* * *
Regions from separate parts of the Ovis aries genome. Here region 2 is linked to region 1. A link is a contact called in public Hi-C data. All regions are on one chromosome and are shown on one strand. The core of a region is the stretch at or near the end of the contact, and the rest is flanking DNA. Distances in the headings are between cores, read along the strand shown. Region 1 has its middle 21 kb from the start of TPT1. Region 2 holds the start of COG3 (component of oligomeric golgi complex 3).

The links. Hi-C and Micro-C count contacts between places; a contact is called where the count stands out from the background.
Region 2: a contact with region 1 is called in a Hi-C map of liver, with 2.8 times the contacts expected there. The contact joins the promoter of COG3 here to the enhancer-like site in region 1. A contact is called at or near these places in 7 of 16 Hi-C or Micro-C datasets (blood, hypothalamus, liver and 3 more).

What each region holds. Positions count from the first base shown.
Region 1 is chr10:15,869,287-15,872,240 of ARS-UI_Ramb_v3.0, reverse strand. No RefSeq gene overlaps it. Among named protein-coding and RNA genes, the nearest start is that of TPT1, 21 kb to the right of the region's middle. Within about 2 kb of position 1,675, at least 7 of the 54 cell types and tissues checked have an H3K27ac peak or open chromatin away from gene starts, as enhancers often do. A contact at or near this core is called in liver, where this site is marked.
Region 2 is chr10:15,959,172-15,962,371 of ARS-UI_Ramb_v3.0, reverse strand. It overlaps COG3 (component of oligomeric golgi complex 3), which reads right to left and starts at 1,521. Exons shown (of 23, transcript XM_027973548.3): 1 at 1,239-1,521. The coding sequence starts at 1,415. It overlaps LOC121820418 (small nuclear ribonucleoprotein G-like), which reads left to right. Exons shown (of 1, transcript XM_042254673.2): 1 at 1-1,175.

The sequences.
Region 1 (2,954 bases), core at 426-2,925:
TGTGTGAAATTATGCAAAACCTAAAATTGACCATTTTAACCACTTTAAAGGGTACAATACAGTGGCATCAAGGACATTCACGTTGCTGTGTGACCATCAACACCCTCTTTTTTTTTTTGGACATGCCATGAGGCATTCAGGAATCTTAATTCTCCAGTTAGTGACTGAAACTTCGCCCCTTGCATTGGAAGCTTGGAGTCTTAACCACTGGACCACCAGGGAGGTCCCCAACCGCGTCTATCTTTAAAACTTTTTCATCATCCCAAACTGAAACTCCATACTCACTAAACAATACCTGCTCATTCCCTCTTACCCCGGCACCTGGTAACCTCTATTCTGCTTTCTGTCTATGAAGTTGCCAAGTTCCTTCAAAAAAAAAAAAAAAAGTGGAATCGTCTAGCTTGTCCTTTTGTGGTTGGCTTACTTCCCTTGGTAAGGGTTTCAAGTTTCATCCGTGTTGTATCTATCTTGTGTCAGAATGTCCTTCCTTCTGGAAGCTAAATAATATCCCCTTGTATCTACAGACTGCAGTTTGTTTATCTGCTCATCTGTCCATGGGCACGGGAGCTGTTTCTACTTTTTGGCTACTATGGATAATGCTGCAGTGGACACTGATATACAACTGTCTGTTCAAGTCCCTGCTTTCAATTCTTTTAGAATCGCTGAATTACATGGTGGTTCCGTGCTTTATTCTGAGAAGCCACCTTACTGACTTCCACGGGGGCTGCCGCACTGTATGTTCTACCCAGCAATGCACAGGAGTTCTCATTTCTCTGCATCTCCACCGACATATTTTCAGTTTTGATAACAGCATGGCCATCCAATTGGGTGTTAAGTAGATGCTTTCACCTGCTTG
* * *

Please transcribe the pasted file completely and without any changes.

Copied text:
Regions from separate parts of the Ovis aries genome. Here region 2 is linked to region 1. A link is a contact called in public Hi-C data. All regions are on one chromosome and are shown on one strand. The core of a region is the stretch at or near the end of the contact, and the rest is flanking DNA. Distances in the headings are between cores, read along the strand shown. Region 1 has its middle 21 kb from the start of TPT1. Region 2 holds the start of COG3 (component of oligomeric golgi complex 3).

The links. Hi-C and Micro-C count contacts between places; a contact is called where the count stands out from the background.
Region 2: a contact with region 1 is called in a Hi-C map of liver, with 2.8 times the contacts expected there. The contact joins the promoter of COG3 here to the enhancer-like site in region 1. A contact is called at or near these places in 7 of 16 Hi-C or Micro-C datasets (blood, hypothalamus, liver and 3 more).

What each region holds. Positions count from the first base shown.
Region 1 is chr10:15,869,287-15,872,240 of ARS-UI_Ramb_v3.0, reverse strand. No RefSeq gene overlaps it. Among named protein-coding and RNA genes, the nearest start is that of TPT1, 21 kb to the right of the region's middle. Within about 2 kb of position 1,675, at least 7 of the 54 cell types and tissues checked have an H3K27ac peak or open chromatin away from gene starts, as enhancers often do. A contact at or near this core is called in liver, where this site is marked.
Region 2 is chr10:15,959,172-15,962,371 of ARS-UI_Ramb_v3.0, reverse strand. It overlaps COG3 (component of oligomeric golgi complex 3), which reads right to left and starts at 1,521. Exons shown (of 23, transcript XM_027973548.3): 1 at 1,239-1,521. The coding sequence starts at 1,415. It overlaps LOC121820418 (small nuclear ribonucleoprotein G-like), which reads left to right. Exons shown (of 1, transcript XM_042254673.2): 1 at 1-1,175.

The sequences.
Region 1 (2,954 bases), core at 426-2,925:
TGTGTGAAATTATGCAAAACCTAAAATTGACCATTTTAACCACTTTAAAGGGTACAATACAGTGGCATCAAGGACATTCACGTTGCTGTGTGACCATCAACACCCTCTTTTTTTTTTTGGACATGCCATGAGGCATTCAGGAATCTTAATTCTCCAGTTAGTGACTGAAACTTCGCCCCTTGCATTGGAAGCTTGGAGTCTTAACCACTGGACCACCAGGGAGGTCCCCAACCGCGTCTATCTTTAAAACTTTTTCATCATCCCAAACTGAAACTCCATACTCACTAAACAATACCTGCTCATTCCCTCTTACCCCGGCACCTGGTAACCTCTATTCTGCTTTCTGTCTATGAAGTTGCCAAGTTCCTTCAAAAAAAAAAAAAAAAGTGGAATCGTCTAGCTTGTCCTTTTGTGGTTGGCTTACTTCCCTTGGTAAGGGTTTCAAGTTTCATCCGTGTTGTATCTATCTTGTGTCAGAATGTCCTTCCTTCTGGAAGCTAAATAATATCCCCTTGTATCTACAGACTGCAGTTTGTTTATCTGCTCATCTGTCCATGGGCACGGGAGCTGTTTCTACTTTTTGGCTACTATGGATAATGCTGCAGTGGACACTGATATACAACTGTCTGTTCAAGTCCCTGCTTTCAATTCTTTTAGAATCGCTGAATTACATGGTGGTTCCGTGCTTTATTCTGAGAAGCCACCTTACTGACTTCCACGGGGGCTGCCGCACTGTATGTTCTACCCAGCAATGCACAGGAGTTCTCATTTCTCTGCATCTCCACCGACATATTTTCAGTTTTGATAACAGCATGGCCATCCAATTGGGTGTTAAGTAGATGCTTTCACCTGCTTG